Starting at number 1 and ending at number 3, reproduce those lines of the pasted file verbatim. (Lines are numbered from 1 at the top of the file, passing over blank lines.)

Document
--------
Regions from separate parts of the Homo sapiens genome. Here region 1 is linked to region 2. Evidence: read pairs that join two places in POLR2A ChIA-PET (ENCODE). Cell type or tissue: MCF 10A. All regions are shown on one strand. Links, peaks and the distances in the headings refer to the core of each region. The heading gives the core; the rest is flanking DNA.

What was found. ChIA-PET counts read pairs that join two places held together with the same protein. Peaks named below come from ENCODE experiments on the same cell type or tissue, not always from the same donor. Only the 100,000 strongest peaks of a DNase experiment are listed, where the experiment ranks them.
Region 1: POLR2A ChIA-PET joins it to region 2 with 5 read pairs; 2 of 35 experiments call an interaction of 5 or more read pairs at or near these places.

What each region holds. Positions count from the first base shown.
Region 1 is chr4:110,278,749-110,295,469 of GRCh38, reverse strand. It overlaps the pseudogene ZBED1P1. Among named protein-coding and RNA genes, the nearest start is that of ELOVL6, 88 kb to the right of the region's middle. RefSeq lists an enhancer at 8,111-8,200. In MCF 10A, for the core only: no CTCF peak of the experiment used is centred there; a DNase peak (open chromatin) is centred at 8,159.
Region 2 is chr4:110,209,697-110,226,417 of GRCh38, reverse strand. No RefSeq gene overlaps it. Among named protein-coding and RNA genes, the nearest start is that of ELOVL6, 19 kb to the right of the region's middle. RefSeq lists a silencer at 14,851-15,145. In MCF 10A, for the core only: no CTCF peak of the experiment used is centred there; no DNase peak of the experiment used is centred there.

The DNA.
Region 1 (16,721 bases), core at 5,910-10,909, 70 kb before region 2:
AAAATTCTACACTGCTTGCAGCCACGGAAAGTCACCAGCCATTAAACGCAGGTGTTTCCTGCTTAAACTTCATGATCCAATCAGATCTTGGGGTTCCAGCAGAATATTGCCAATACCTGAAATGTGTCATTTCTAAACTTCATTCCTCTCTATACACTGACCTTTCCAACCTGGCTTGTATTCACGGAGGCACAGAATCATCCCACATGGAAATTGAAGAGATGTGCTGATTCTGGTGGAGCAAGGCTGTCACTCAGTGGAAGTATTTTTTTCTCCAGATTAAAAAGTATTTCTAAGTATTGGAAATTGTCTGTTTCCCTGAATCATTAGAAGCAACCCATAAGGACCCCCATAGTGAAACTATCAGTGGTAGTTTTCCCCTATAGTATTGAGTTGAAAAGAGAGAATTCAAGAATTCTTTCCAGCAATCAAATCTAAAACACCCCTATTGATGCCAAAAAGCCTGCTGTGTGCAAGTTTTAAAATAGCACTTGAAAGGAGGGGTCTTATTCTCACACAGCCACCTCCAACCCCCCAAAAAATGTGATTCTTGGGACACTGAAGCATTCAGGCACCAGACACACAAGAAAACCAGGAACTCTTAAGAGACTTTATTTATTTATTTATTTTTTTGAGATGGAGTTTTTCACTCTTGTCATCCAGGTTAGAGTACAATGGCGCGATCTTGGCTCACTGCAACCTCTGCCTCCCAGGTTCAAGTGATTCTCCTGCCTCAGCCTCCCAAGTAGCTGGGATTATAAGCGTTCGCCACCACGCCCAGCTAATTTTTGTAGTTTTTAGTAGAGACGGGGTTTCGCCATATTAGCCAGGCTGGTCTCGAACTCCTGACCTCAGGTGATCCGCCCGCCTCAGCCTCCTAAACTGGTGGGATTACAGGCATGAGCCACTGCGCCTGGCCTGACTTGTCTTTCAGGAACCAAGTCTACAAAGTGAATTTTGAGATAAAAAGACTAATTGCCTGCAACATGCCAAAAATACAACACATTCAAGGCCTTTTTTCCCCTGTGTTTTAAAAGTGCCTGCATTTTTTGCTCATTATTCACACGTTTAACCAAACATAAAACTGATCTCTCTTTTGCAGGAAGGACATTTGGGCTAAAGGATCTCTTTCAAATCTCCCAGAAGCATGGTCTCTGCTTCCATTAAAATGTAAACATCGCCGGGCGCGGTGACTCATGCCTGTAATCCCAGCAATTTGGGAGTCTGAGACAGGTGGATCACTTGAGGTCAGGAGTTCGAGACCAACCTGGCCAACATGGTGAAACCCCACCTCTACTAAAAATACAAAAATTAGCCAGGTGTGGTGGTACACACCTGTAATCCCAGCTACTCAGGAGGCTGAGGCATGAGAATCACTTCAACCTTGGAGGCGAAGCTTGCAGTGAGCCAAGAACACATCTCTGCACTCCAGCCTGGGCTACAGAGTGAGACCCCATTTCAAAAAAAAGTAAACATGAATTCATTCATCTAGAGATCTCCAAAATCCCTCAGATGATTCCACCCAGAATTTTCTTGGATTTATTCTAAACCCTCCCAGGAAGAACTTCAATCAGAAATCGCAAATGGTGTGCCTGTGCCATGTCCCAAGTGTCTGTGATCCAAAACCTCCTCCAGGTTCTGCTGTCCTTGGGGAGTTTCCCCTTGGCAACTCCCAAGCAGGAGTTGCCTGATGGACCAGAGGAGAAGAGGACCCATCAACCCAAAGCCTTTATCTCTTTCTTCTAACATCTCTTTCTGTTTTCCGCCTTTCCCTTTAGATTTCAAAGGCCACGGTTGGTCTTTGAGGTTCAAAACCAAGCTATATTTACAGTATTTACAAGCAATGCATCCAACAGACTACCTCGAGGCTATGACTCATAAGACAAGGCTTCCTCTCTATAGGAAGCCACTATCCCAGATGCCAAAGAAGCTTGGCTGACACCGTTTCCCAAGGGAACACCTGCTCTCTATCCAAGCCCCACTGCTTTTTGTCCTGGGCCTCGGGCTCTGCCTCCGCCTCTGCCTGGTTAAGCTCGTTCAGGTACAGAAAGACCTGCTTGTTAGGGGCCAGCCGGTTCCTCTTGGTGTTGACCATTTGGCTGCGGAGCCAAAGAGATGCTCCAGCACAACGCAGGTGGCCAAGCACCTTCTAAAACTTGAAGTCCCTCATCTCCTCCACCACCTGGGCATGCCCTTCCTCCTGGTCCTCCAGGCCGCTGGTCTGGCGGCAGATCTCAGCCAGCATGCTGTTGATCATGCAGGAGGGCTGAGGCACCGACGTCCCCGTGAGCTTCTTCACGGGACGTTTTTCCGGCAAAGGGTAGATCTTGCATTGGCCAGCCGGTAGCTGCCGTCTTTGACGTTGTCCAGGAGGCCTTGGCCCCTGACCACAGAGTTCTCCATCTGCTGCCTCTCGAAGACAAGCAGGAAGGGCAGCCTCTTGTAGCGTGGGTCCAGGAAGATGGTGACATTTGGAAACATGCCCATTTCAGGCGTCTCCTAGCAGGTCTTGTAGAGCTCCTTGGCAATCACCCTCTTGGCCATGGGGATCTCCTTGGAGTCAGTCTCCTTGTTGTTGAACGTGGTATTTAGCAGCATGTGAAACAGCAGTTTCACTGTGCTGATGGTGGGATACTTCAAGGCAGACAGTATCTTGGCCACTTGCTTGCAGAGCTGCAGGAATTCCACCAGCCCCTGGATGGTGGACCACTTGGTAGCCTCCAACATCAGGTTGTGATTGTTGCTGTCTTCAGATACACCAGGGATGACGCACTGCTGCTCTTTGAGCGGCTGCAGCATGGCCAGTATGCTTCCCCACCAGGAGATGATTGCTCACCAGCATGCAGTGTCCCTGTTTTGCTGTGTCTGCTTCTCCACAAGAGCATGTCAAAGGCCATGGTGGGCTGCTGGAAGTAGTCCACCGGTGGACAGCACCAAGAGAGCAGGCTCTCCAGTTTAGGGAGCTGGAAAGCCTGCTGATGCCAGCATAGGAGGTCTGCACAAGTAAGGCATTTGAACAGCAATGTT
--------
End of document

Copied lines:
Regions from separate parts of the Homo sapiens genome. Here region 1 is linked to region 2. Evidence: read pairs that join two places in POLR2A ChIA-PET (ENCODE). Cell type or tissue: MCF 10A. All regions are shown on one strand. Links, peaks and the distances in the headings refer to the core of each region. The heading gives the core; the rest is flanking DNA.

What was found. ChIA-PET counts read pairs that join two places held together with the same protein. Peaks named below come from ENCODE experiments on the same cell type or tissue, not always from the same donor. Only the 100,000 strongest peaks of a DNase experiment are listed, where the experiment ranks them.
Region 1: POLR2A ChIA-PET joins it to region 2 with 5 read pairs; 2 of 35 experiments call an interaction of 5 or more read pairs at or near these places.